This is a guide written up for other users interested in installing a modern, mainstream Linux distribution on their Eve V. I will add more bits about my ongoing quest to run Fedora 27 on my V in case I run into any further issues. Most of the hardware works great out of the box, but some minor issues pop up along the way. If you want to contribute new sections (or change some of the existing ones), feel free to edit this wiki post.
This guide focuses on how to enable the V’s hardware in a desktop Linux install. For general discussions of your favourite software or Linux distribution, please start a new topic. For instructions how to install the more DIY Arch Linux, refer to the notes provided by @Tirigon.
Data gathered from observation and testing, no guarantee this works on your V and with your distribution. Tested on a Hyper Early Bird Eve V i7.
|Hardware||Works||With some effort||Does not work||Comment|
|CPU, RAM, SSD|
|Display, graphics, and touch screen|
|Wifi and Bluetooth|
|Keyboard and touch pad|
|USB ports and Thunderbolt 3||Has anyone tested TB3?|
|Audio and audio jack|
|Sensors (hall, gravity, light, gyroscope, GPS)||How do I test these?|
Apart from point 1, the following procedure is the standard installation routine for most modern, mainstream Linux distributions.
Make sure you back up your V’s personal colour profile on a separate physical or cloud drive. In Windows, the file is located at “C:\ProgramData\SpectraCal\CalMAN Client 3\Data\MonitorsDB.2.3.sdf”. Note that the folder “ProgramData” is hidden but can be manually typed into the Windows Explorer’s address bar. If you do not back up the file, your device’s calibration data may be lost in case you (accidentally or deliberately) wipe the Windows partititon.
Download a live image of Fedora Workstation and use it to create a bootable flash drive. If you already use Fedora on a different system, just install Fedora Media Writer using the Software app. Fedora Media Writer automates the process of downloading the file and setting up the flash drive.
Reboot the V and immediately press [fn]+[f7] on the keyboard to get boot options. Select “USB Device” from the list and press [return] to start the live image.
Once booted up, select the “Install Fedora” option rather than trying out the system. You may have to put the V on your lap and tilt it to the left since the system does not (yet) recognise the V’s default screen orientation. You can fix this once Fedora is installed.
Go through the usual installation process. In the hard-disk section, make sure you either set up a dual boot layout to choose between booting into Fedora or Windows when you start the device (or deliberately wipe the Windows partition to only boot into Fedora). To set up dual boot, reduce the size of the Windows partition in the installer and let Fedora automatically use the freshly cleared space as it pleases.
Once the OS is installed on the V, power it down using the menu in the top right corner. Remove the flash drive.
Power on the V again, and press [fn]+[f7] to see the boot options. Select the Fedora option and hit [return]. A second list of boot options will appear that - if you do nothing - will boot you into Fedora.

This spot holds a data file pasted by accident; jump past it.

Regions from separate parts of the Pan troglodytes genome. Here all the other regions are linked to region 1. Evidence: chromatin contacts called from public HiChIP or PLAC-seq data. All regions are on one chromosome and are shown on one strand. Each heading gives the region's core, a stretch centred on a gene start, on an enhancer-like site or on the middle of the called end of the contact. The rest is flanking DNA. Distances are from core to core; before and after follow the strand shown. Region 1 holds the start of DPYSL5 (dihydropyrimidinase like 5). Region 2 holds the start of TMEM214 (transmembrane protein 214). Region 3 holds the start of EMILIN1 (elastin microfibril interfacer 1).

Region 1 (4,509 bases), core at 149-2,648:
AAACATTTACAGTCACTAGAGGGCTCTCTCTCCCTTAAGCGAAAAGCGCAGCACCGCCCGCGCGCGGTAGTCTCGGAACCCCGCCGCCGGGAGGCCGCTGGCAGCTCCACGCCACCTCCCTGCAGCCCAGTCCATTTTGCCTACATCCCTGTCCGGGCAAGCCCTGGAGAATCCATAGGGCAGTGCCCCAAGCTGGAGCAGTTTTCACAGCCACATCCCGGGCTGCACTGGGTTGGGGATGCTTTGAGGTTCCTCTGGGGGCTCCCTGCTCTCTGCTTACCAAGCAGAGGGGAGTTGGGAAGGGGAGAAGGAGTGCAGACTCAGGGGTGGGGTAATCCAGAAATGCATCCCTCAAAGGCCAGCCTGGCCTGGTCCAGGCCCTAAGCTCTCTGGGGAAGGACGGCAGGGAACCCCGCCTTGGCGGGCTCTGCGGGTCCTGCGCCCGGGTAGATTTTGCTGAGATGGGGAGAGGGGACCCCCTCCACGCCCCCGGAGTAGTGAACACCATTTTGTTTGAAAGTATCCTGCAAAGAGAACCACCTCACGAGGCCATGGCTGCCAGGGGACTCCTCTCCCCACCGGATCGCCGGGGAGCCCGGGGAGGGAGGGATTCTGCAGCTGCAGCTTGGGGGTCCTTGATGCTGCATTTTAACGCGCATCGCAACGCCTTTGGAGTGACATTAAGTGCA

Log into your new Fedora installation and go through Fedora’s first-run experience as you please.
Fedora (or actually one of the subsystems, systemd) does not yet know what the standard orientation of the display panel is that Eve uses in the V. Once you have logged into your user account in Fedora, you can simply tilt the device to the left and lock the screen orientation through the top-right menu. For a more permanent fix, and to include the log-in screen, follow these instructions as previously outlined by @Tirigon.
- Open the Text Editor (gedit) and save the following content to a file named “61-sensor-local.hwdb”:
ACCEL_MOUNT_MATRIX=0, 1, 0; -1, 0, 0; 0, 0, 1
Open a terminal, type “su” and [return], and provide your admin password. Type “nautilus” and press [return] again.
In the new file manager window you just opened, go to the folder containing the newly created file, copy it, and paste it to the folder “/etc/udev/hwdb.d”. Close the file manager window.
Type the following into the terminal and press [return]:
devadm trigger -y `dirname $(udevadm info -n "/dev/iio:device0" -q path)`
- Close the terminal window and restart the V using the [fn]+[f7] key combination as above. Once you get to the Fedora login screen, the device orientation should now be correct. Remove the screen rotation lock in case you used this as a workaround.
You can add rEFInd to your System to simplify the boot process. With rEFInd you can choose which OS you want to Boot on startup.
Guide to Install rEFInd in Windows - Guide for Linux installation - EVE V Skin
Since every Windows installation on the V is manually colour-calibrated at the factory, Fedora needs to be told about this profile in order to display accurate colours. It is simple to let Fedora use an ICC profile if you put it in “/home/USERNAME/.color/icc” and activate the profile in Settings > Devices > Color. I have not managed to extract an ICC profile from the Calman data yet, though.
No luck yet. The camera modules are OV268 and OV5648, and some older Android kernels seem to have supported them. There is no mainline Linux kernel support as far as I can tell, though. The two modules are also used in the likes of the Lenovo Miix 310 and the Teclast X16 Pro.
No luck yet. Others said that Linux is missing the drivers for this component. The component is registered in Windows as GXFP3200 (Goodix Fingerprint SPI Device). Is this the GF3208 as used in some Dell laptops?